Mandelson in charm offensive

Click to follow
The Independent Online
A NEW humble Peter Mandelson emerged centre stage yesterday confiding that his short time outside front-line politics had left him at something of a loss.

Conscious of his reputation among detractors as a cold-blooded Machiavelli, Mr Mandelson exuded human frailty to an audience of initially sceptical trade unionists.

Speaking at the policy conference of the Amalgamated Engineering and Electrical Union in Jersey, the former secretary of state for trade and industry said: "You can imagine how I felt these last six months, a bit disorientated, a little awkward, not knowing quite what to do with myself. When John Monks [TUC general secretary, speaking about the relationship between New and Old Labour] made his recent remarks about embarrassing elderly relatives, I wondered if he had me in mind."

To the humility, Mr Mandelson added humour. He did not miss the trappings of power, "but I've only just got out of the habit of jumping into the back of cars and wondering why they don't move off". What he missed most, he said, "was the chance to make a difference".

Despite the denials of his friends, his first major public speech was seen as a comeback for Mr Mandelson who resigned last Christmas after failing to disclose a pounds 373,000 home loan from the then Paymaster General, Geoffrey Robinson.

He has spent the past six months, both publicly and behind the scenes, working on his political rehabilitation. He turned down lucrative offers from City firms and media companies and instead carried out unpaid work for Voluntary Services Overseas in its campaign to recruit more volunteers. The VSO work, together with help for an NSPCC publicity campaign, helped soften his image and enabled him to reveal that he had spent time in his youth as a volunteer in Africa.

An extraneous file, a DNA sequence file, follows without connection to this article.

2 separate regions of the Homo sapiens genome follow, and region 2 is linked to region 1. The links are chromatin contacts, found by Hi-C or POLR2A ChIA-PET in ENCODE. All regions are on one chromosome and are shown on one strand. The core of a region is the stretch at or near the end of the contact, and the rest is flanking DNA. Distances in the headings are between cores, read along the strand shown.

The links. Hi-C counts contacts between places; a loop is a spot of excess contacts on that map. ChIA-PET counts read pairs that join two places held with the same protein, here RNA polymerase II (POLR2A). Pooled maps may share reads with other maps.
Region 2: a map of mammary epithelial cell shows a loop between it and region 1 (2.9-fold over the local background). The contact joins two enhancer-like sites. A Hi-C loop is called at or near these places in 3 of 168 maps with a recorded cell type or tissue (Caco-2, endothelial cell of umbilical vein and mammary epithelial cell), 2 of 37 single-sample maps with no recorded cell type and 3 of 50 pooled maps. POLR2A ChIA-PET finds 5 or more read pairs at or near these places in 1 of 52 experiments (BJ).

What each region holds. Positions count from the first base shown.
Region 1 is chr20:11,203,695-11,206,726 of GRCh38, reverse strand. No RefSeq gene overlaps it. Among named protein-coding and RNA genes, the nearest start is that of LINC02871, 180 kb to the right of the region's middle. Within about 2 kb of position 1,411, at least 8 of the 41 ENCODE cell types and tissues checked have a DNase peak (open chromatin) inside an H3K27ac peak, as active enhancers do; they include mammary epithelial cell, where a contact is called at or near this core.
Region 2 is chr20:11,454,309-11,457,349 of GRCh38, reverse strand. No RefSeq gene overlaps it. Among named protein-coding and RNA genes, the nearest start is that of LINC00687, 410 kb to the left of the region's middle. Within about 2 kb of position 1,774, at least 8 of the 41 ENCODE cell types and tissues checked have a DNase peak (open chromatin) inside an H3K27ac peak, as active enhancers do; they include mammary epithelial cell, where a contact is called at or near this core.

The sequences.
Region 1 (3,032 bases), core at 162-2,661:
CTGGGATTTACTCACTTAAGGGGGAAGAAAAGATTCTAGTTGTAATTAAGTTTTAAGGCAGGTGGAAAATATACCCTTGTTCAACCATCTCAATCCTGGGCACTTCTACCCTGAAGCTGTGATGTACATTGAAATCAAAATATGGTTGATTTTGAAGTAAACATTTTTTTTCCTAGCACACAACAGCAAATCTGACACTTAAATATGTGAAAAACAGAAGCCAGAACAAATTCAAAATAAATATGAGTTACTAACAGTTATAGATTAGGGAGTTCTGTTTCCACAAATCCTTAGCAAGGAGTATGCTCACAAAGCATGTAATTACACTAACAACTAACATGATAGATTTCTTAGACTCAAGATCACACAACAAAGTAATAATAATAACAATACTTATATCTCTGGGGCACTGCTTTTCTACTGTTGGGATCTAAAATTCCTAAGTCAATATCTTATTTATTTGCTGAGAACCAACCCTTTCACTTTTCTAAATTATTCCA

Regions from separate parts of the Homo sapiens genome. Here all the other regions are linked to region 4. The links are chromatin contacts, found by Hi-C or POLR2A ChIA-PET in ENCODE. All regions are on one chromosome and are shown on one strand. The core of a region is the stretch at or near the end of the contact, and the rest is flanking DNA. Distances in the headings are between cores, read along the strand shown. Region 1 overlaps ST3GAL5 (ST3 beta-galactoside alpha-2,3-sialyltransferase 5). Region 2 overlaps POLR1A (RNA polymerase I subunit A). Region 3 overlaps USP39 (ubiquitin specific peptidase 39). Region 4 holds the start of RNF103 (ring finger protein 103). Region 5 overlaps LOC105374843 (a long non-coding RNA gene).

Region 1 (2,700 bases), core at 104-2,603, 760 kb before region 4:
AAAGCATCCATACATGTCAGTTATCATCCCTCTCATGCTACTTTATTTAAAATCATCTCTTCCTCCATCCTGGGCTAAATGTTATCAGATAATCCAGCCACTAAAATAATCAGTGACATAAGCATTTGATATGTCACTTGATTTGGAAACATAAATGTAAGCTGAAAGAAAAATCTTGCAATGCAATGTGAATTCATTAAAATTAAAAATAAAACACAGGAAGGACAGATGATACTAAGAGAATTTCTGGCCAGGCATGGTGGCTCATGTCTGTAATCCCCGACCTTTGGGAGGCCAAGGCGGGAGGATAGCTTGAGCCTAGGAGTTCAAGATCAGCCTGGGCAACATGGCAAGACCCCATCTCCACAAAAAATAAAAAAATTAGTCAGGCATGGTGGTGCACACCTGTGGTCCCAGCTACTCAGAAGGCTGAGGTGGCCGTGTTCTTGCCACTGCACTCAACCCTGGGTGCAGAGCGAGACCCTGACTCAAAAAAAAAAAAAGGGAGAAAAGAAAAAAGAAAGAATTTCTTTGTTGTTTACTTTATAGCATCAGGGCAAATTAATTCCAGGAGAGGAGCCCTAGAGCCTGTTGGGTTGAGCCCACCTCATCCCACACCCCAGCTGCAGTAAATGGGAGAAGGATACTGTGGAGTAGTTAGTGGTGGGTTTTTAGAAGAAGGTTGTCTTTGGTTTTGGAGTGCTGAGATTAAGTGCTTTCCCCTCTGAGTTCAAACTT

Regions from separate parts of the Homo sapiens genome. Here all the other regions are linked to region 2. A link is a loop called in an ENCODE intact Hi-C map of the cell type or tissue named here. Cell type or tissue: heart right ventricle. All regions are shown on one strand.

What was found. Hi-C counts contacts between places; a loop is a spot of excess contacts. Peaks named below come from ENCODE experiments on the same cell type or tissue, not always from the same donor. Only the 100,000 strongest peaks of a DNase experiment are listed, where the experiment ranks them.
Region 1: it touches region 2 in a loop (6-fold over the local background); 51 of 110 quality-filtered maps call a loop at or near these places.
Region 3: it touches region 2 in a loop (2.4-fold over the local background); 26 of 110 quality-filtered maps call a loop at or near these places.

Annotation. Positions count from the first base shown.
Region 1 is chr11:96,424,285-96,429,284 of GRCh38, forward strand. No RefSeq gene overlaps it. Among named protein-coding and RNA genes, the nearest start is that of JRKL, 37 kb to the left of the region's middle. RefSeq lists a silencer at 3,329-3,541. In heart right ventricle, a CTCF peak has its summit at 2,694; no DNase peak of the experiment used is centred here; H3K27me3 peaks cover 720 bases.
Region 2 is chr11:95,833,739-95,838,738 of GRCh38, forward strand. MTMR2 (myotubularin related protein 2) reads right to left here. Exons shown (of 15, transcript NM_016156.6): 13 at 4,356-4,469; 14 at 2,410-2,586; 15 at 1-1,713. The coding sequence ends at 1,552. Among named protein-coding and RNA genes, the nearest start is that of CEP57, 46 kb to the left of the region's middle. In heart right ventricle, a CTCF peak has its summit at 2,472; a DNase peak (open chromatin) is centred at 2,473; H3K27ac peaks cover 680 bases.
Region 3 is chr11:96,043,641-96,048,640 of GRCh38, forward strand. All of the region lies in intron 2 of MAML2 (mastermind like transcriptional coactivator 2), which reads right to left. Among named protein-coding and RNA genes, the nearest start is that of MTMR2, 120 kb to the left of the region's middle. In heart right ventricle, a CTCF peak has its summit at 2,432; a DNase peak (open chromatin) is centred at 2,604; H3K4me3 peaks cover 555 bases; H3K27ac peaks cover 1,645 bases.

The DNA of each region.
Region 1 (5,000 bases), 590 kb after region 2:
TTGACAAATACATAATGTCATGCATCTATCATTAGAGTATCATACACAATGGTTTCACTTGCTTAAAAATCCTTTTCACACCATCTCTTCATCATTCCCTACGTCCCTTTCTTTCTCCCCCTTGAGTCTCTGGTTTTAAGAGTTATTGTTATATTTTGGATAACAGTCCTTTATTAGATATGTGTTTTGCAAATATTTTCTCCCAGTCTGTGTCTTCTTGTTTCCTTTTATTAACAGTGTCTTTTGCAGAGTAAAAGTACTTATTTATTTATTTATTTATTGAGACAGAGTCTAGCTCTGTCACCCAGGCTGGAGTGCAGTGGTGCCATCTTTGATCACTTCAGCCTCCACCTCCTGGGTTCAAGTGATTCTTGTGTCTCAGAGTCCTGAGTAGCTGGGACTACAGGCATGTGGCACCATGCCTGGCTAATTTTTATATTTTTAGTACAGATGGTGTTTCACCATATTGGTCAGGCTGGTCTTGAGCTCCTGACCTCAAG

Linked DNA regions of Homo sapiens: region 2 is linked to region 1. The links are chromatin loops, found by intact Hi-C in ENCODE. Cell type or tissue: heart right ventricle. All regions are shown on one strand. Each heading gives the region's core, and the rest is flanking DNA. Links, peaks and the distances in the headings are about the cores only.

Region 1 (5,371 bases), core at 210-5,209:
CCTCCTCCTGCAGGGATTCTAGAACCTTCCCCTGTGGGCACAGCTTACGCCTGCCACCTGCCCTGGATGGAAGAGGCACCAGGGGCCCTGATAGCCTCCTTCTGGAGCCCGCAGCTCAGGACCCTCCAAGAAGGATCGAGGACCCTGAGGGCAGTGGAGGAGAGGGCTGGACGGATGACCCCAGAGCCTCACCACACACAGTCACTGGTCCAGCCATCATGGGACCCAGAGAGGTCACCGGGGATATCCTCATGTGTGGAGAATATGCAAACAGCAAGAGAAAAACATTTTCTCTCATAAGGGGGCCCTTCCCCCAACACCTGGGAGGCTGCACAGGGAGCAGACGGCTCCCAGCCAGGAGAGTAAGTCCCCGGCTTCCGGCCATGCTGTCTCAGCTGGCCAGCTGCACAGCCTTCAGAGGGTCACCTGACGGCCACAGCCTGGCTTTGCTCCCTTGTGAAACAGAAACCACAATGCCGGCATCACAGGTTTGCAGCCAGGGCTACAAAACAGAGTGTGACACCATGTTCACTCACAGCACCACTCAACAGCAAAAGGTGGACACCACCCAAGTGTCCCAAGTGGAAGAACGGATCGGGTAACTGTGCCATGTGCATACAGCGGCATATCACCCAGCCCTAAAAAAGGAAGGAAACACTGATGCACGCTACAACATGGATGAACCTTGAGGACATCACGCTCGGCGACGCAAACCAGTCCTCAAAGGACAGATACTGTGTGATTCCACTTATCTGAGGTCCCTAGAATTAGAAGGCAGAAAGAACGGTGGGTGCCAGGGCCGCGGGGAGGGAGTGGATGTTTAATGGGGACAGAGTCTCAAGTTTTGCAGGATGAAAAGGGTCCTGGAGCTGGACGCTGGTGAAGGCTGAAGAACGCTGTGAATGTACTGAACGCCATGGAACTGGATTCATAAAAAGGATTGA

To the bemusement of some colleagues and Tories who had felt the effects of his spinning, Mr Mandelson even claimed he had a "passion for compassion".

More importantly, he retained his key role as the Labour party's main liaison with the German Social Democrats in negotiating a new European "Third Way" manifesto. The document, jointly published last month by Tony Blair and the German Chancellor, Gerhard Schroder, committed the left- of-centre parties to a tax-cutting, pro-business agenda and proved that Mr Mandelson retained his close association with the Prime Minister.

His charm offensive seemed to work. Just one delegate clapped his appearance on stage at the Fort Regent conference centre, but by the end there was generous applause.

In a reference to his brittle relationship with trade unionists, he said: "My true friends have always been in this party and they will always be in this party and in this movement. If I did not realise it once, I certainly realise it now."

Mr Mandelson was speaking after an invitation from Sir Ken Jackson, the union's general secretary. His conversational approach went down well with the audience, only some of whom saw his performance as a calculated ploy to win support for his re-emergence from a union which commands substantial influence in the party.

Most union officials believe his reappearance in the Cabinet after the next election is inevitable, although there was speculation yesterday that it might happen sooner.

Sir Ken, who fought hard against Mr Mandelson's attempts to water down proposals and union rights, registered his approval of the former trade secretary's contribution. "It was courageous of Peter to come and speak, but he was genuinely well received. His performance topped the bill and confirmed that he should be in the front line of politics."

The serious issue addressed in the speech was Mr Mandelson's support for the euro. The potential benefits of adopting the new currency were "huge", he said, although he emphasised that the conditions for entry would have to be met.